Surgical robots have transformed how surgeons deliver medical solutions. Robot-assisted surgery allows doctors to perform complex surgical procedures faster and with more precision and control than was previously possible with conventional surgical techniques. Today, many surgeons frequently use robot-assisted surgery for various medical procedures. Among others, robotic surgery is used by general surgeons, urologists, gynecologic surgeons, colorectal surgeons, and cardiothoracic surgeons. Also known as robotic surgery, robot-assisted surgery comes with numerous benefits for both the patient and the surgeon. Doctors, through robotic technology, make tiny incisions that allow complex surgical procedures. Surgical robots are computer-controlled, self-powered devices programmed to aid surgeons in the positioning and manipulation of surgical instruments. During the procedure, three to four tiny robotic arms are inserted through a small incision on the patient’s body. One robotic arm holds a small camera while two arms assume the role of a surgeon’s hands. A fourth arm may help move tissue out of the way. Through a small console, the physician controls the robotic arms with a standby surgical team nearby for any needed assistance during the procedure. Because the robot’s “hands” are very dexterous, surgeons can operate in very tight body spaces that they would normally find very challenging to access through open surgery. The robotic arm’s reach is also greater than that of a human hand. In addition, robotic arms can rotate and maneuver the small surgical instruments in tight spaces in ways human hands cannot. A sophisticated high-definition camera provides enlarged 3D views of the surgical area that a human eye couldn’t possibly generate. Robot-assisted surgery is a great option when the surgeon needs to access hard to reach parts of the body. The tiny surgical instruments help avoid the necessity of the large incisions made when using conventional surgical tools. Since robotic surgery involves the use of smaller instruments, it becomes much easier to navigate around healthy tissue or organs. This reduces the potential impact the surgery can have on the patient’s body, as less tissue is touched or damaged. It also contributes to less pain and a more comfortable recovery journey. Robotic surgery is considered minimally invasive, and compared to conventional surgery tends to have a shorter recovery period. However, because people are very different, the healing times will of course vary for the same procedure. Also, patients can save on the cost of hospital stays, since most robot-assisted surgeries can be performed on an outpatient basis, which also saves time. Because of the greater precision and smaller incisions, the chances of surgical site infection are also reduced. Smaller incisions may also mean less bleeding and swelling after surgery. This can translate to requiring less pain-relieving medication that is typically associated with conventional surgery. Compared to conventional surgery, incidences of a patient requiring a blood transfusion or experiencing major complications after robot-assisted surgery are generally much fewer. However, it’s important to point out that robot-assisted surgery may not be an option for every procedure or patient. The suitability of the procedure will depend on the particular medical case. Therefore, patients should talk with their healthcare providers about the benefits, risks, and how robot-assisted surgery compares with conventional open surgery and other minimally invasive surgery options.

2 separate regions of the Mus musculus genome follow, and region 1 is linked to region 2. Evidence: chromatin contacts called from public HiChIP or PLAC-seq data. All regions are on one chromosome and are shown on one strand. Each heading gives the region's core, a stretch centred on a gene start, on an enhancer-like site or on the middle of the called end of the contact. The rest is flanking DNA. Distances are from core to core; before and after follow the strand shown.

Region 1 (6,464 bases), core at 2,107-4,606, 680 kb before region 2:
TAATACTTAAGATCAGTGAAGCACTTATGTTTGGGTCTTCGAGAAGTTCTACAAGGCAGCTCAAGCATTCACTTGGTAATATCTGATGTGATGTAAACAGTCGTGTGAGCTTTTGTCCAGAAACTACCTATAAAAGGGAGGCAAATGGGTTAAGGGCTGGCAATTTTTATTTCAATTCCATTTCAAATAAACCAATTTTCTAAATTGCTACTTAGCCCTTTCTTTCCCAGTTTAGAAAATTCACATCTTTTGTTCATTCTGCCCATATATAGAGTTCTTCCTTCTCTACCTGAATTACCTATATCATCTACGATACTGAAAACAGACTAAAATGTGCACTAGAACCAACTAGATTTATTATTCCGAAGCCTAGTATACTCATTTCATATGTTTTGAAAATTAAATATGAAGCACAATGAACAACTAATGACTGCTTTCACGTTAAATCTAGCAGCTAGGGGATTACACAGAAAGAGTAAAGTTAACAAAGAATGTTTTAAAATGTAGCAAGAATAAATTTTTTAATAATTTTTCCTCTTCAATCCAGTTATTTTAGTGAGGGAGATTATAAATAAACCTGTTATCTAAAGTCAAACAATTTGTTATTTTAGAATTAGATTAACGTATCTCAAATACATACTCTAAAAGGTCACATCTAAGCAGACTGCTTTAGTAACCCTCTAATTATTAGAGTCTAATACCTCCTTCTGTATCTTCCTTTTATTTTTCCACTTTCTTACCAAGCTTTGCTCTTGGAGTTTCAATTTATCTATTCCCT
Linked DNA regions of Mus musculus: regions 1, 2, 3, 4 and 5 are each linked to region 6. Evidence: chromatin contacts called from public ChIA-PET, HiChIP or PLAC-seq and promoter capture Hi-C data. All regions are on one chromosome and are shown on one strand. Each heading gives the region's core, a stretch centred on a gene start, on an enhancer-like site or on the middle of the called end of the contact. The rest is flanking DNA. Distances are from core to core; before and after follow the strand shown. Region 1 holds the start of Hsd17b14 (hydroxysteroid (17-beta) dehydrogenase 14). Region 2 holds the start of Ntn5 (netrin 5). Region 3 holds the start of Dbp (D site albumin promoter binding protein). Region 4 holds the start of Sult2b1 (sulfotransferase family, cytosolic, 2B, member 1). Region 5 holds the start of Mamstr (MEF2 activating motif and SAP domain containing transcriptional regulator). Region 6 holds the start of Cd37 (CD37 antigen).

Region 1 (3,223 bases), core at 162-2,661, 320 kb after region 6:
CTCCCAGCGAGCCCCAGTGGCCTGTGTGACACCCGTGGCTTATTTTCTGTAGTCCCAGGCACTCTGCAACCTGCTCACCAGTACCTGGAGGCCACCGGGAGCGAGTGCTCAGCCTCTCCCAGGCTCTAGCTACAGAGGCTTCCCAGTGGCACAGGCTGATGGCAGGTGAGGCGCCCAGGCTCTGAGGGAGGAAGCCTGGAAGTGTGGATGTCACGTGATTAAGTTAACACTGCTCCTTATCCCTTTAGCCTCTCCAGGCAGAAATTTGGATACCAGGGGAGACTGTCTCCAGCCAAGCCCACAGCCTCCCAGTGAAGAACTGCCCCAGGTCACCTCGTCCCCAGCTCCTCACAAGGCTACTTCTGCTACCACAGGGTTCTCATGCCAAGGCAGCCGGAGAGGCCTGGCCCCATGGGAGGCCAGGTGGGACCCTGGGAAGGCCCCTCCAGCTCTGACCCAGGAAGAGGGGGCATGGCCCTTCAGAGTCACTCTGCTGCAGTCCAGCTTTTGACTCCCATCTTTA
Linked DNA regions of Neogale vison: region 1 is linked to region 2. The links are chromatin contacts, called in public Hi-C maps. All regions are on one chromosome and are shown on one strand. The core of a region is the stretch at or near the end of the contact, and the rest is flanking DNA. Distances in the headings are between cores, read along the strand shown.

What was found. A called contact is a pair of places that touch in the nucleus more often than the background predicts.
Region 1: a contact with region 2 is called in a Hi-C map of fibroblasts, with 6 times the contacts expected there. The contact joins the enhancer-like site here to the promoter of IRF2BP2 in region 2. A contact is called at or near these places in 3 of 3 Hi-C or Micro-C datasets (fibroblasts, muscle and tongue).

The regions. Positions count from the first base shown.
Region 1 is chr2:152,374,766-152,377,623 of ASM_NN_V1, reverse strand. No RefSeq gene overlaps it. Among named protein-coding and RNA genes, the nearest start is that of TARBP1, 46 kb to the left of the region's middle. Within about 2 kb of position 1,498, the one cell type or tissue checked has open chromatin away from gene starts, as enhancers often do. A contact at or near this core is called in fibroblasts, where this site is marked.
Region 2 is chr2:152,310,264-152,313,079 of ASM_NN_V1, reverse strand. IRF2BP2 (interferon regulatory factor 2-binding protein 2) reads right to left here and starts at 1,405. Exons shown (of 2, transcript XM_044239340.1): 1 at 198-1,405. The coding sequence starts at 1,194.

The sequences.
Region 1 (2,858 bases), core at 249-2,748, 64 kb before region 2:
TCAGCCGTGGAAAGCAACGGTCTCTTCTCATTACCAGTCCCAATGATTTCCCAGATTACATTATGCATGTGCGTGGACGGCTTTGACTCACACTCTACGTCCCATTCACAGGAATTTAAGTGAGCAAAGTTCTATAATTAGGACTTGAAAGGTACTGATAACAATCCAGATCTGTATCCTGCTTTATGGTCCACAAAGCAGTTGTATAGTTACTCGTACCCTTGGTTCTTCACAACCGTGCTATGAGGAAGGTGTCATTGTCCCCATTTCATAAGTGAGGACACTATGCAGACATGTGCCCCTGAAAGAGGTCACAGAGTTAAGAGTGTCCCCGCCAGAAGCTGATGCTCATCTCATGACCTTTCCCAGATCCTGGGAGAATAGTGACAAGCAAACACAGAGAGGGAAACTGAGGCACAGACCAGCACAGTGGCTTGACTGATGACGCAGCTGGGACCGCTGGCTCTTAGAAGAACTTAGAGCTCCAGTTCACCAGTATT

Karim Sarhane, MD